I have a habit of creating my own things. I tend to make things up, whether it be words (like culinary world-schooling), projects, or ideas, and then leverage them as “words to live by.”
When my husband and I decided to sell everything and pack up our lives to travel the world for the next 3 years (and home-school our 2 children), I felt the nagging need to make sense of it all.
What are we doing?
What is this called?
How will we explain this to my family and friends?
Those were just a few questions that formed in my mind as we began our culinary world-schooling travel planning. Who sells everything they own, pulls their children out of excellent private schools to “wander” the planet aimlessly in search of adventure?
I mean, wasn’t the life we were leading adventurous enough??
So, being my usual self, I felt I had to come up with a “family plan” or “life plan” to justify what we were about to do. A measurable goal of sorts that I could use to make sure what we were about to embark on would have focus and meaning when it eventually ended.
It wasn’t until we were on the road, somewhere in Amsterdam, when I figured it all out.
You see, up until that point, we were just schooling the kids via their iPads. Downloading apps to help with Math and Reading, with extra curriculum activities being drawing, nature walks, exploring the cities we visited, and journaling their experiences along they way.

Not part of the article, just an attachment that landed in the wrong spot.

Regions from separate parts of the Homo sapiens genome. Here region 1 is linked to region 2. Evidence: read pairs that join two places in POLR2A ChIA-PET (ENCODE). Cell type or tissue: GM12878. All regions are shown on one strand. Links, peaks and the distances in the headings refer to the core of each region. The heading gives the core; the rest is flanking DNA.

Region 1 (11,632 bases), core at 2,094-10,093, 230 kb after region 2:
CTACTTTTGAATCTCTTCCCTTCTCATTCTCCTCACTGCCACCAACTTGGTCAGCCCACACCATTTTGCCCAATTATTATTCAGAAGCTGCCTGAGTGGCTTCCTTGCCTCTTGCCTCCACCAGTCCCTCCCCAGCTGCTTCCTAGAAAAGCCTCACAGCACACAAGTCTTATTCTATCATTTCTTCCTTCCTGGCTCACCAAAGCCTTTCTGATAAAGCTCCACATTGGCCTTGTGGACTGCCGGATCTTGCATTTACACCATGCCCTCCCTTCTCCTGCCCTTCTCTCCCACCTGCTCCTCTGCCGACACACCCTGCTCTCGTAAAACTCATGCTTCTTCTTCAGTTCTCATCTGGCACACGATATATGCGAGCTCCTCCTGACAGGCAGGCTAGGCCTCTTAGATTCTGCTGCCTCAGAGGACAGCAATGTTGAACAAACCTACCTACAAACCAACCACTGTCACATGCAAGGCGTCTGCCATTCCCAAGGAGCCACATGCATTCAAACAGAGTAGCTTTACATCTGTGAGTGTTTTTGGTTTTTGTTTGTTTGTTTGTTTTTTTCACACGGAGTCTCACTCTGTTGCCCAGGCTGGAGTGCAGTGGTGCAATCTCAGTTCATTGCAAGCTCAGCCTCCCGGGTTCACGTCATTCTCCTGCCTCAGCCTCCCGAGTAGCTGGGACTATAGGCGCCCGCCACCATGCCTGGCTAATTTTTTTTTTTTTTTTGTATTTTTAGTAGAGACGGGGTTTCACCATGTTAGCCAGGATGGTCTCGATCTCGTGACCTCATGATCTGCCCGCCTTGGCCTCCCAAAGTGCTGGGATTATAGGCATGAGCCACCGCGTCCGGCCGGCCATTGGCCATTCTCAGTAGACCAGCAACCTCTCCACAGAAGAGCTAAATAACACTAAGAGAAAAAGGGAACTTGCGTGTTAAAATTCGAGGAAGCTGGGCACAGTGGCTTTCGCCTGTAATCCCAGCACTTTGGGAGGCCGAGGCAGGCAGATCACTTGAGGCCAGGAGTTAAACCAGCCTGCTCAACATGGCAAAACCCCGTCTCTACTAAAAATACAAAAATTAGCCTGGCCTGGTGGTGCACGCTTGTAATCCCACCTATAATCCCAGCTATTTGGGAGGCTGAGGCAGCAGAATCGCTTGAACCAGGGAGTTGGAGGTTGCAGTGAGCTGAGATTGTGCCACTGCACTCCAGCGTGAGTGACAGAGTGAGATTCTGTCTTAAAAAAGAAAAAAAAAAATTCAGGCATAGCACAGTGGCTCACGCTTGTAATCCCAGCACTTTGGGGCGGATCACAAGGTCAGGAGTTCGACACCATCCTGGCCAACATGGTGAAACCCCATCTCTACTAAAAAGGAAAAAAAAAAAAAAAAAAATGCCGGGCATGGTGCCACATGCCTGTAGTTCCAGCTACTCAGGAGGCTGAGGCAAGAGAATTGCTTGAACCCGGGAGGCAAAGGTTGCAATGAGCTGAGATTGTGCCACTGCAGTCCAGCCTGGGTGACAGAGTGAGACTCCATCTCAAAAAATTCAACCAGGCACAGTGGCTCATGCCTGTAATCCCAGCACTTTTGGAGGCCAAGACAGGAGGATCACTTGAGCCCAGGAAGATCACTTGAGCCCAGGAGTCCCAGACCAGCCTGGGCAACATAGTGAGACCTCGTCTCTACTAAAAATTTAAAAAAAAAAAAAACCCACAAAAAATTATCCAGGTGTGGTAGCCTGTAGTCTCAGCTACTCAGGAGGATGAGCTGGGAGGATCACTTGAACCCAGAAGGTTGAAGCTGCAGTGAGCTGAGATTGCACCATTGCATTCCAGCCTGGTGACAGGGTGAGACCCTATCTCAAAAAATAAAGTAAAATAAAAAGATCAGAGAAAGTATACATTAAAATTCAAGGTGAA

Because we lived in an RV part-time we had to shop for groceries almost every other day. We’d make a meal plan for the week and “try” to stick to it. The kids, at first, would help with the shopping and cooking because they had to. But over time, as they got more involved in the shopping process, they eventually wanted to know more about cooking and that’s when I realized that by teaching my kids to cook, I could leverage their eagerness to learn and turn it into something wonderful and educational!
Culinary World-Schooling has become the basis for everything we do when it comes to teaching our children. Culinary literally means “cooking” or “to cook”, and World-School can be defined as schooling through world-travel. We take it a bit further by cooking foods from around the world.
A typical school day looks something like this:
- Decide what’s for lunch or dinner (decision making skills, consensus, cooperation)
- Find recipes and write down ingredients (research, hand-writing)
- Shop for ingredients at the grocery store (budgeting, weighing, measurements, counting)
- Prep meal and cook (hand/eye coordination, organization, focus, safety, measurement)
- Serve and Clean (acts of service, chores)
- Journal about experience (memory, creative writing, hand-writing, drawing)
It could last anywhere from 2 hours, 2 days or sometimes even 2 weeks depending on the topic. When the kids were in Spain they wanted to make Pan Con Tomate, which lead to one of the biggest culinary world-schooling projects we worked on.
First we learned about the history and variety of tomatoes (there’s 100’s), the different styles of tomatoes used for certain cooking, and finally all the different dishes that used tomatoes in their cuisine. The learning just expanded and went in all kinds of directions… just from a simple request for a lunch-time snack.
Though our way of teaching is different from most, my husband and I revel in the fact that both children are learning an important life skill, one they need to learn to survive in the world.
Knowing how to cook!
Perhaps that could mean a guaranteed job as a Chef by the time they graduate…who knows!
The fact is they are learning and we are educating, and that’s all that matters.2